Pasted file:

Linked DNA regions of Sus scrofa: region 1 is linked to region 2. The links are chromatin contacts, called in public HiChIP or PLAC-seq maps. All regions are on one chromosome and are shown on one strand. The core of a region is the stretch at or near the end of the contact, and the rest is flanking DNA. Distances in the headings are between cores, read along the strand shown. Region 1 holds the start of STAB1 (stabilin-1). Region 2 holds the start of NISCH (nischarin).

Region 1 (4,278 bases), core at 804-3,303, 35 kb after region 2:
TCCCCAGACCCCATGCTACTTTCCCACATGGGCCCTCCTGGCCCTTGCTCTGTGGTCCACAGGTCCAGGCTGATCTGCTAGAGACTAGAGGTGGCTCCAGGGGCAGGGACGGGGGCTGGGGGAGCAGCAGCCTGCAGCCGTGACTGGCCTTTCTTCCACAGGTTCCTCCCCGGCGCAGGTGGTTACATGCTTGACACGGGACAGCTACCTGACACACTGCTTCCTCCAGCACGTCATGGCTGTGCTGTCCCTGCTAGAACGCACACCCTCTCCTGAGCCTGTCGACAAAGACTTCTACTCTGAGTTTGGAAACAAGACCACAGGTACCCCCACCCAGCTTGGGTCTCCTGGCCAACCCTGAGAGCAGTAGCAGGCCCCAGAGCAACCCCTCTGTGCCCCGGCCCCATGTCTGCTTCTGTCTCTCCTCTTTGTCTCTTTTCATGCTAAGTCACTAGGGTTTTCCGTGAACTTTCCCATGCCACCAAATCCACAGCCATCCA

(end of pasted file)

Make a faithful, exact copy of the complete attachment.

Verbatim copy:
Linked DNA regions of Sus scrofa: region 1 is linked to region 2. The links are chromatin contacts, called in public HiChIP or PLAC-seq maps. All regions are on one chromosome and are shown on one strand. The core of a region is the stretch at or near the end of the contact, and the rest is flanking DNA. Distances in the headings are between cores, read along the strand shown. Region 1 holds the start of STAB1 (stabilin-1). Region 2 holds the start of NISCH (nischarin).

Region 1 (4,278 bases), core at 804-3,303, 35 kb after region 2:
TCCCCAGACCCCATGCTACTTTCCCACATGGGCCCTCCTGGCCCTTGCTCTGTGGTCCACAGGTCCAGGCTGATCTGCTAGAGACTAGAGGTGGCTCCAGGGGCAGGGACGGGGGCTGGGGGAGCAGCAGCCTGCAGCCGTGACTGGCCTTTCTTCCACAGGTTCCTCCCCGGCGCAGGTGGTTACATGCTTGACACGGGACAGCTACCTGACACACTGCTTCCTCCAGCACGTCATGGCTGTGCTGTCCCTGCTAGAACGCACACCCTCTCCTGAGCCTGTCGACAAAGACTTCTACTCTGAGTTTGGAAACAAGACCACAGGTACCCCCACCCAGCTTGGGTCTCCTGGCCAACCCTGAGAGCAGTAGCAGGCCCCAGAGCAACCCCTCTGTGCCCCGGCCCCATGTCTGCTTCTGTCTCTCCTCTTTGTCTCTTTTCATGCTAAGTCACTAGGGTTTTCCGTGAACTTTCCCATGCCACCAAATCCACAGCCATCCA